In barely half my lifetime, fossil fuels and other factors have killed off half the world’s animals
The World Wildlife Fund is out with a new Living Planet Index report, which says we’ve killed roughly half of the world’s non-human vertebrate animal population since 1970.
The main culprits, it says HERE, are overfishing, overhunting and habitat degradation:
The WWF data show that the species declines vary by habitat and geographic area. Tropical areas saw greater declines, while temperate regions – like North America – saw lesser drops. Habitat-wise, land and saltwater species saw declines of roughly 39 percent. But freshwater animals – frogs, fish, salamanders and the like – saw a considerably sharper 76 percent drop. Habitat fragmentation and pollution (think algae blooms) were the main killers of freshwater species.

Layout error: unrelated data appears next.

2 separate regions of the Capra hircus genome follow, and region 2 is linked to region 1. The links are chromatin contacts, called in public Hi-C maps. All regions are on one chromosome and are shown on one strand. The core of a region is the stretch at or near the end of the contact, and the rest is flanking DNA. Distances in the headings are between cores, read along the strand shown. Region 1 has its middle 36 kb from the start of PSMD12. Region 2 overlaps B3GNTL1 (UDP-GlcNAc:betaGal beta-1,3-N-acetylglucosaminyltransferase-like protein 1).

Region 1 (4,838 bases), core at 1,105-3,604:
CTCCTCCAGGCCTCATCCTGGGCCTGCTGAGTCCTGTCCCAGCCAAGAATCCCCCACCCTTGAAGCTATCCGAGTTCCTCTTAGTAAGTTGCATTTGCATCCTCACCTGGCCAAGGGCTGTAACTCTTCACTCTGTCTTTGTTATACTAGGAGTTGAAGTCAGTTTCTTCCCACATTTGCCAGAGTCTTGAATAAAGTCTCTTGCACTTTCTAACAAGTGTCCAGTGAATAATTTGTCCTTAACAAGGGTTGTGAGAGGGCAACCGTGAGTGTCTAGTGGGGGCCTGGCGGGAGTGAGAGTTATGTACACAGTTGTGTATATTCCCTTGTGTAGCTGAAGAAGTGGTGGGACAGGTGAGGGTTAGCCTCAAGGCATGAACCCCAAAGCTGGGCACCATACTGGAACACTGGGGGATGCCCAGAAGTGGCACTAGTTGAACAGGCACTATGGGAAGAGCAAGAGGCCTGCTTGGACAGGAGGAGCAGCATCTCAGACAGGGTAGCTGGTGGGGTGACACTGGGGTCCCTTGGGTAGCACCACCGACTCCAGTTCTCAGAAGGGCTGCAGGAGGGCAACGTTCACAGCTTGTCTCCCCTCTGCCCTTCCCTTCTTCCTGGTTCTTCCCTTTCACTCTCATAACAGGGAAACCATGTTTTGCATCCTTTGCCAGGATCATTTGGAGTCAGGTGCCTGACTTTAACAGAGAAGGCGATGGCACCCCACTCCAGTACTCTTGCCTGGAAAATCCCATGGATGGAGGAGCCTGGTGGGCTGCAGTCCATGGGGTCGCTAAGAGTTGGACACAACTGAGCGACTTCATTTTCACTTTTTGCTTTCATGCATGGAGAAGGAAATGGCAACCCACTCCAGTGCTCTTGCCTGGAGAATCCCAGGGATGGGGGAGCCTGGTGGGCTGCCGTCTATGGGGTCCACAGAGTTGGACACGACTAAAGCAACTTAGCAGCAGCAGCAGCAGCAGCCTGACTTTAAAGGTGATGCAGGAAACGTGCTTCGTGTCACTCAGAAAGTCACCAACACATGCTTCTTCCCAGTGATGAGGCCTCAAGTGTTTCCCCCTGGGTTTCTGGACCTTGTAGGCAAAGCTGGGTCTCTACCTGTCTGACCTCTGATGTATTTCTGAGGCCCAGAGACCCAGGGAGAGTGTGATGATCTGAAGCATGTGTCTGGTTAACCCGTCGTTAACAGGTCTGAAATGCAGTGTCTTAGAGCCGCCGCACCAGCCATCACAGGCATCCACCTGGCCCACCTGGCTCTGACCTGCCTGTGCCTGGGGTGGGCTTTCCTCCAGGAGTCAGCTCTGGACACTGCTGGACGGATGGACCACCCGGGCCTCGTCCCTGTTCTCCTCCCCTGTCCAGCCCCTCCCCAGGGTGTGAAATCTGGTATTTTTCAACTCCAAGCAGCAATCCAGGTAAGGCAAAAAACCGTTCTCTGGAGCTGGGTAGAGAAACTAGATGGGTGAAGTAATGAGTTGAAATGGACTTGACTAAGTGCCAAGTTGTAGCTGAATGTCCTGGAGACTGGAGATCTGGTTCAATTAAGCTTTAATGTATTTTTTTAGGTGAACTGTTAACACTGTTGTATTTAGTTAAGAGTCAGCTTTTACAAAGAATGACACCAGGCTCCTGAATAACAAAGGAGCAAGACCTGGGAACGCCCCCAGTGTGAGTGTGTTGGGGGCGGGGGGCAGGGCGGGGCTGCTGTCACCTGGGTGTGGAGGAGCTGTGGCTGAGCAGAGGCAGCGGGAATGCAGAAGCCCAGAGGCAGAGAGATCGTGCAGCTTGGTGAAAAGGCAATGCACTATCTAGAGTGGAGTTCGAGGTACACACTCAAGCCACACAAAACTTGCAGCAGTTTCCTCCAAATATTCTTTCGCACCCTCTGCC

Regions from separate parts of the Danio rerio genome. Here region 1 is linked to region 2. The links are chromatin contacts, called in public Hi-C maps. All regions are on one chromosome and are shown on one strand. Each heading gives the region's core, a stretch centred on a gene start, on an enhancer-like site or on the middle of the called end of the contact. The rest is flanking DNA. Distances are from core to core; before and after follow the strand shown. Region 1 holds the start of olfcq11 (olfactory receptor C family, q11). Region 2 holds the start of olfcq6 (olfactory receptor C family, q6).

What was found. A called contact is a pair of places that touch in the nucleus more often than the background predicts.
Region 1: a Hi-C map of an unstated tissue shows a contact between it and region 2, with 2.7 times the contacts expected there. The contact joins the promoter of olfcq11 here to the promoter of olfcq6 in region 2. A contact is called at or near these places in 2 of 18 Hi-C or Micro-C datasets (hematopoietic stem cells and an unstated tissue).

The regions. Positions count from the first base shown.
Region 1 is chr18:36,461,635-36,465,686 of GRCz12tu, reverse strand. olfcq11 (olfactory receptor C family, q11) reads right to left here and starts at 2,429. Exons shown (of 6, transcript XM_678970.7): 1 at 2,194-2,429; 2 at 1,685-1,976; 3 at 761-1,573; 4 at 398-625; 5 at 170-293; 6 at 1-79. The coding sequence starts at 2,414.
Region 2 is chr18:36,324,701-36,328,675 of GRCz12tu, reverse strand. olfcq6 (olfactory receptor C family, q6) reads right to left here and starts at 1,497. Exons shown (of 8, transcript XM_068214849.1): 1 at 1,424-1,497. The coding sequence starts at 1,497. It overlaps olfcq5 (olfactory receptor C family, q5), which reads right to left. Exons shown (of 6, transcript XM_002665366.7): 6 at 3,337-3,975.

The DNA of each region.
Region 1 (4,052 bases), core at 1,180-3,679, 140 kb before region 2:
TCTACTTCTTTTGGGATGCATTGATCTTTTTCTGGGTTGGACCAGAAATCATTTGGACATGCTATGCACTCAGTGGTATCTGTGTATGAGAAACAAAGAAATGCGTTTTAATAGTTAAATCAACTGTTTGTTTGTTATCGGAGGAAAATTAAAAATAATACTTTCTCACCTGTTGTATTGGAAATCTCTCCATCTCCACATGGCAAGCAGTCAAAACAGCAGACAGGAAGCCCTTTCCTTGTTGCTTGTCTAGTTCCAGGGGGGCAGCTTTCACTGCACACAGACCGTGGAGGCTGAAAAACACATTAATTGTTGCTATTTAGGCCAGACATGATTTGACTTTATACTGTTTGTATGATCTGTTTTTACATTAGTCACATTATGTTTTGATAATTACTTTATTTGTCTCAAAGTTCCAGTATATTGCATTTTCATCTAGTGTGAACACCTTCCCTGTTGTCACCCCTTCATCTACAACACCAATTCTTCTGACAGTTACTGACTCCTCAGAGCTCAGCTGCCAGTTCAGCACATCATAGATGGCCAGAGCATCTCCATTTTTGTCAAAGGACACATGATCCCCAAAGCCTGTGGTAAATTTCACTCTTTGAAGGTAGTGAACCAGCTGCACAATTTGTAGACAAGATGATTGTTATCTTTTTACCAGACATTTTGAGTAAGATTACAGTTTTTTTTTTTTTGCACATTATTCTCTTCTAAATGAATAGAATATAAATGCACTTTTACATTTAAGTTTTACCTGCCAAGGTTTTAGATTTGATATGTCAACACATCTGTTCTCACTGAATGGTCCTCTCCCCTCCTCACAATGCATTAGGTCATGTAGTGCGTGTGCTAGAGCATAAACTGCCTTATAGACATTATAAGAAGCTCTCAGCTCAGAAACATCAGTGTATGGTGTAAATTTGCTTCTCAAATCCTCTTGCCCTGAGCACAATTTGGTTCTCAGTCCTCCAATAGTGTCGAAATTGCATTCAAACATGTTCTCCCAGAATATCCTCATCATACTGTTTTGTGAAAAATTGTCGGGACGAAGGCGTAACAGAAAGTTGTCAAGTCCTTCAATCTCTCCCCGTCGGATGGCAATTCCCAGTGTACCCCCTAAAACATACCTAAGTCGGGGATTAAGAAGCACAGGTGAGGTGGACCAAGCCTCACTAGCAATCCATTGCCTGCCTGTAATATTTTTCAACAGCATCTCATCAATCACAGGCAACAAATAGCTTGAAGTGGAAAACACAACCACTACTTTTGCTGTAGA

The declines are almost exclusively caused by humans’ ever-increasing footprint on planet earth. “Humanity currently needs the regenerative capacity of 1.5 Earths to provide the ecological goods and services we use each year,” according to the report. The only reason we’re able to run above max capacity – for now – is that we’re stripping away resources faster than we can replenish them.
Carbon consumption – the burning of fossil fuels – represents a huge and growing chunk of the demand we put on the earth.